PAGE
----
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Keynote speaker capitalizes on meteoric rise

Barack Obama, a young Illinois state senator and law professor, favored in his bid to be the fifth black  senator in U.S. history, takes his first steps on the national stage as keynote speaker at the Democratic National Convention.
/ Source: The Associated Press

Barack Obama is on a roll.

First was the unexpected triumph in the Illinois Democratic Senate primary in March.

Then came the summertime sex-club furor that drove his Republican rival from the race. And the failure thus far of the GOP to field a replacement.

Now, the 42-year-old state senator and Harvard-educated law professor, heavily favored in his bid to become the fifth black senator in history, is taking his first steps onto the national stage as keynote speaker at the Democratic National Convention.

“There’s no doubt about it. There has been a weird convergence of events that even six months ago I would never have anticipated,” Obama said in an interview with The Associated Press.

His voice raspy from rehearsal, Obama said he’ll use his 20 minutes on the convention podium to counter Republican accusations that the Democratic Party stands for big government and big spending. Instead, he will argue that the party stands for helping people and using government to do it.

“We’re interested in making sure everybody has an opportunity and kids have a shot at life,” he said. “To do that, there are going to be times when it’s necessary for government to step in.”

Early opponent of invasion
An early opponent of invading Iraq, Obama said the speech will not dwell on President Bush’s handling of the war or on specific policy differences with the GOP administration.

“I don’t spend a lot of time focusing on Bush. I spend a lot of time focusing on where we fall short of our ideals.”

The Harvard Law School graduate said he wrote a speech that is closer to Mario Cuomo’s 1984 address urging Democrats to return to their roots than to Ann Richards’ blistering 1988 attack on the first President Bush.

The opportunity of delivering a convention keynote address can be a frustrating one. “Whatever John Kerry wants, John Kerry gets,” said Rep. Harold Ford of Tennessee, whose speech was heavily vetted by Al Gore’s team at the 2000 convention.

“I’ve been very happy with the amount of latitude they’ve given me,” Obama said of the Kerry campaign.

He wrote the speech himself over the course of two or three days, he said, then showed it to aides. After incorporating some of their suggestions, he shared the text with Kerry’s advisers. They asked for only a few changes, he said.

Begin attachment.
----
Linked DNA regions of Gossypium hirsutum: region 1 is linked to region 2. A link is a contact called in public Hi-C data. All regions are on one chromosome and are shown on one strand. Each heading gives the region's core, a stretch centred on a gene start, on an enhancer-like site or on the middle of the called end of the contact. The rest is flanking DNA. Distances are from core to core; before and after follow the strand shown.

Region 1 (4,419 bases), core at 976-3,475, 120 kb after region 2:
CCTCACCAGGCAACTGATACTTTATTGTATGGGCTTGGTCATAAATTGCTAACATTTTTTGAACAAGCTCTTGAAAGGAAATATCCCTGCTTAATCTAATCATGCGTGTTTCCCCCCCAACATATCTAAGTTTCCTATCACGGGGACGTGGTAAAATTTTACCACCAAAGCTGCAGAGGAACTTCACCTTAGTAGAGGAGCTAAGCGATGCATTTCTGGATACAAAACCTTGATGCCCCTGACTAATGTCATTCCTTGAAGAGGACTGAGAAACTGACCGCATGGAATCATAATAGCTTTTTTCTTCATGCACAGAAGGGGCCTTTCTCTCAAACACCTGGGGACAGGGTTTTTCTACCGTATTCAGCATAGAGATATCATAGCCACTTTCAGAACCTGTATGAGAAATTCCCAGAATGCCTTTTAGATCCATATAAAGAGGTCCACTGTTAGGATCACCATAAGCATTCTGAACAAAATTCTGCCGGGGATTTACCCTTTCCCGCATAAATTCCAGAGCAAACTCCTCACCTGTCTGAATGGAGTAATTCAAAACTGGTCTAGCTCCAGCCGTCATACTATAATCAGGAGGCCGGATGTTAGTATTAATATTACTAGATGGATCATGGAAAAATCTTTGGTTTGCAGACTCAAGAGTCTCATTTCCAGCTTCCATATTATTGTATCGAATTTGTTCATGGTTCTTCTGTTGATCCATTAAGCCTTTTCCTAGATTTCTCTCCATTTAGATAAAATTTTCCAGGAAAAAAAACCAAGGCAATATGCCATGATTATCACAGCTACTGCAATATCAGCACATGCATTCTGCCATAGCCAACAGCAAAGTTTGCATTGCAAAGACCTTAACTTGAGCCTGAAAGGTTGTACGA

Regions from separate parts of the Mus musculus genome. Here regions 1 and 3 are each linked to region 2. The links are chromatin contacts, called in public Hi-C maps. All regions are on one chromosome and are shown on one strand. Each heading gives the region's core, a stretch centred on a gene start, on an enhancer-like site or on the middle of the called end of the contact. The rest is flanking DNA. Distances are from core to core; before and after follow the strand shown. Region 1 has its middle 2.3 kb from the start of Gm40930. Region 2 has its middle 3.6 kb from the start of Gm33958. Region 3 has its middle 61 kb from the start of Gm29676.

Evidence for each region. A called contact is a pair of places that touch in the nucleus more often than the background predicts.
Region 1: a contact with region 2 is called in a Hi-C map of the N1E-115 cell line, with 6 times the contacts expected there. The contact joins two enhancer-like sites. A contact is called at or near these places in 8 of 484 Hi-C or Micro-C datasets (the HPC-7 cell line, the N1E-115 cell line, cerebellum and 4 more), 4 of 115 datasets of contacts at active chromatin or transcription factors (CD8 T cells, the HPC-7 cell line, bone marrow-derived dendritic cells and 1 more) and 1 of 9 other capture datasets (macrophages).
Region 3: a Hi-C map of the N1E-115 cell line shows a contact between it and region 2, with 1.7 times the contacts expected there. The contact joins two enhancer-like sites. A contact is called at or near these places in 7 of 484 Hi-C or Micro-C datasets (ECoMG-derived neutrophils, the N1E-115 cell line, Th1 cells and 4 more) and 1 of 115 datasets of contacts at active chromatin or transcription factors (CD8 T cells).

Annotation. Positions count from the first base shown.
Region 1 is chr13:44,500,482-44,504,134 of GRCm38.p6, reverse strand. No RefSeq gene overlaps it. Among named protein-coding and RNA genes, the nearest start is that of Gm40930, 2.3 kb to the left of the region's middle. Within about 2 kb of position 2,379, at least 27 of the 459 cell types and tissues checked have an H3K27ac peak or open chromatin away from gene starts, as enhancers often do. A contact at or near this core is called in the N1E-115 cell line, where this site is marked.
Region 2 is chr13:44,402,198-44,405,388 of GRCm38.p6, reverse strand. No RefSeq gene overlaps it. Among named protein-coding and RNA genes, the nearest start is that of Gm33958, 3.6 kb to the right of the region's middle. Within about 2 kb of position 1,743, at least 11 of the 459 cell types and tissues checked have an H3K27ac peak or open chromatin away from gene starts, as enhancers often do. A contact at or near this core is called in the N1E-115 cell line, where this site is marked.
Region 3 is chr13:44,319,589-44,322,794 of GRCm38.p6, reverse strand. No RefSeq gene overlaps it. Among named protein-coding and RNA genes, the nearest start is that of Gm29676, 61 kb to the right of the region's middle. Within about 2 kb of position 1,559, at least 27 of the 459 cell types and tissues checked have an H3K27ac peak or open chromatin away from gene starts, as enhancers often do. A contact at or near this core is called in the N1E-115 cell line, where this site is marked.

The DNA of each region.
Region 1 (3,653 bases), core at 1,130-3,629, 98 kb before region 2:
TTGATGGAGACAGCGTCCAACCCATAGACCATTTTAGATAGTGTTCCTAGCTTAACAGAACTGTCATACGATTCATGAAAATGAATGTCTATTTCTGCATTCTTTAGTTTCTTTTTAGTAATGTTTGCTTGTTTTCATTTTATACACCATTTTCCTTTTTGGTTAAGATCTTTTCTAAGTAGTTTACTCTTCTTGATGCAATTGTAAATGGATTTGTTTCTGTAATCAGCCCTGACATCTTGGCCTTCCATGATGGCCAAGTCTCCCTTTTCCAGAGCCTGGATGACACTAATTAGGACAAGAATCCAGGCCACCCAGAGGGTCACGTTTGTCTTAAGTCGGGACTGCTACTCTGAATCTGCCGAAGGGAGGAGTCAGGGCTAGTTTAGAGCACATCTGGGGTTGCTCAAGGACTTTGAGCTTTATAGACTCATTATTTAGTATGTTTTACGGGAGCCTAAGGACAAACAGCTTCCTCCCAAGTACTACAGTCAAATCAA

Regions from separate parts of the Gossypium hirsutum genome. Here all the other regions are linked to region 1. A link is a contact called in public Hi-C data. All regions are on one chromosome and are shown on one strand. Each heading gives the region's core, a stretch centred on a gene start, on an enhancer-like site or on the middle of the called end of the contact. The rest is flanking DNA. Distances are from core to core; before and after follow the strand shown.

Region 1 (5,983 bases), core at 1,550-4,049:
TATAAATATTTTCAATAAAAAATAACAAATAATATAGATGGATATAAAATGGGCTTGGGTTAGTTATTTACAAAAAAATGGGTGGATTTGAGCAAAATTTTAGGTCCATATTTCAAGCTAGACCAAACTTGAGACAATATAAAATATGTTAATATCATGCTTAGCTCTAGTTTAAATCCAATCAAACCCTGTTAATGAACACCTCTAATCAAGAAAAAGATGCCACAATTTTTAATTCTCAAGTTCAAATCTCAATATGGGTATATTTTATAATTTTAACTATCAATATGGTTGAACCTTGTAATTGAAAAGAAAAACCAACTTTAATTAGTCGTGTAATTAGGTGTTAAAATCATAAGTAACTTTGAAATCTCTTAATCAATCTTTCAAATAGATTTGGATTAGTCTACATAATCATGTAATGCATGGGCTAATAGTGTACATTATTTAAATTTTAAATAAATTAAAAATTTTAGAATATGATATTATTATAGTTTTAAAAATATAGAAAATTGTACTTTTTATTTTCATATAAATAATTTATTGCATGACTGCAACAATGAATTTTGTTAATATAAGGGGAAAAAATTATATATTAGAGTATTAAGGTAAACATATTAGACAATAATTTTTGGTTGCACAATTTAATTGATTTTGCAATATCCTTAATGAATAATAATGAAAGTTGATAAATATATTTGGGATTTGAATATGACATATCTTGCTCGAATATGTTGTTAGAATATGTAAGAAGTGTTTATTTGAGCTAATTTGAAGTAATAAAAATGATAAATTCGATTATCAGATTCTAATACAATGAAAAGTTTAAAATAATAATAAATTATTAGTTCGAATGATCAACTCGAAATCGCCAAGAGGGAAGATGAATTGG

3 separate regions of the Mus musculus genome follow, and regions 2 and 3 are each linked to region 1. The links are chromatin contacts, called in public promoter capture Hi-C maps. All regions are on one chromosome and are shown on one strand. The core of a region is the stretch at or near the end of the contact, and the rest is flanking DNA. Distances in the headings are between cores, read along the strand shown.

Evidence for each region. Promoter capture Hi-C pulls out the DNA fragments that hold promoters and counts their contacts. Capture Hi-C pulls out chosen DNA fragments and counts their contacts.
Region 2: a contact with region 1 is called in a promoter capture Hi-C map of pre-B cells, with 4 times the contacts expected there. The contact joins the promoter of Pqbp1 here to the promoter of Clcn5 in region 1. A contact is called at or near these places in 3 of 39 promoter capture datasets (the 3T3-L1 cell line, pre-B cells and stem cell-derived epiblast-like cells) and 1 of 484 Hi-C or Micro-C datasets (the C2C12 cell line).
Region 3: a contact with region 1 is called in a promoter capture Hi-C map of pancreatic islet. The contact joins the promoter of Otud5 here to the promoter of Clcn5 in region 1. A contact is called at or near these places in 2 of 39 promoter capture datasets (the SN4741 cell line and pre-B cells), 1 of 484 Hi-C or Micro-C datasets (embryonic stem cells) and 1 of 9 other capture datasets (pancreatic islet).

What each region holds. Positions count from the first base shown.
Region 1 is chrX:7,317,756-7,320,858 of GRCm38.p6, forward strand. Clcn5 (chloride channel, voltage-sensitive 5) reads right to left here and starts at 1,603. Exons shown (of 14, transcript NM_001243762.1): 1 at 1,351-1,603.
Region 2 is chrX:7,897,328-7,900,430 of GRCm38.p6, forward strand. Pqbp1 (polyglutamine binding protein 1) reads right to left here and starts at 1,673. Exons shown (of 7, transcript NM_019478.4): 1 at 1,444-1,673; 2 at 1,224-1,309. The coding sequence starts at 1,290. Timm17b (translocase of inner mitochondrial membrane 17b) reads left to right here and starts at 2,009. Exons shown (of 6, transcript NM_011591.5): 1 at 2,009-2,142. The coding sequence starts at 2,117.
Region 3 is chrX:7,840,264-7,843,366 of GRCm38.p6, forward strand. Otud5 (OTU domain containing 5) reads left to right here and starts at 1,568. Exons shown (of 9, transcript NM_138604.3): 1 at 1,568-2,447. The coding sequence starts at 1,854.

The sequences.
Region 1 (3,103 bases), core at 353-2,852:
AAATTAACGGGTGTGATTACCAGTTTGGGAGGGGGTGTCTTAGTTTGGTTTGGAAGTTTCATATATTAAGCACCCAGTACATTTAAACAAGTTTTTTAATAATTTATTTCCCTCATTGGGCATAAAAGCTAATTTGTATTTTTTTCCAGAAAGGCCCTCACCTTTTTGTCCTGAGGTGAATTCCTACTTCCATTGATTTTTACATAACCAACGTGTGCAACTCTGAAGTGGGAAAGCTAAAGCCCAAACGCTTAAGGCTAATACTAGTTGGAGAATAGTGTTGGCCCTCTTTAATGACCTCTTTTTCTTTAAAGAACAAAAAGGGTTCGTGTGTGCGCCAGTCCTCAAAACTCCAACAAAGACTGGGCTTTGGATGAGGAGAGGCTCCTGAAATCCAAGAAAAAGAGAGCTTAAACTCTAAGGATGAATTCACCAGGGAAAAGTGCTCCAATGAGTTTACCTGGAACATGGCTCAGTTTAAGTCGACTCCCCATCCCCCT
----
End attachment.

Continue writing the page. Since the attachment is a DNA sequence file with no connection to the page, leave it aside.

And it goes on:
Illinois state Sen. Barack Obama, D-Chicago, who is the candidate for US Senate, talks about his life and politics during an interview at the Illinois State Capitol in Springfield, Ill., Friday, July 23, 2004. (AP Photo/Seth Perlman)Seth Perlman Stf / AP

As a speaker, Obama can sound at turns like a college professor, a union activist or a down-home preacher. He said he prefers to speak off the cuff instead of working from a written text. Tuesday night will be his first experience with a teleprompter.

A hectic schedule
In the interview, though, he said he was less concerned about the speech than other duties that befall a politician on the rise.

“My schedule is a nightmare,” he said. “My concern has less to do with the speech and more to do with the need to fill in for Kerry or Edwards at the thousands of receptions and events that are taking place.”

Five months ago, Obama had more elementary political concerns, those of a state senator struggling in a multi-candidate senatorial primary. Obama had a compelling story: His father was a member of Kenya’s Luo tribe, born on the shores of Lake Victoria. He met Obama’s mother, who was white, when both were students at the University of Hawaii.

When Obama was 2, his father left the family, returning to Kenya, where he eventually became a senior economist in the Ministry of Finance. Obama grew up to receive degrees from Columbia and Harvard universities, and now is an instructor at the University of Chicago Law School.

But one rival’s campaign unraveled when unsealed divorce records showed he struck an ex-wife on the leg and allegedly threatened her.

More momentum
And Obama gained momentum when he began airing commercials that portrayed him as the successor to the late Sen. Paul Simon, a hugely popular former senator from downstate Illinois. The spot featured Sheila Simon talking about how her father and Obama had worked together.

The nomination in hand, Obama became the instant favorite to defeat Republican Jack Ryan in his Democratic-leaning state. But that campaign had scarcely begun when unsealed divorce records showed Ryan’s ex-wife had accused him of taking her to sex clubs and asking her to engage in public sex.

Ryan denied the charge, but Illinois Republicans deserted him and he quit the campaign.

That was nearly a month ago, and so far, Republicans have no replacement.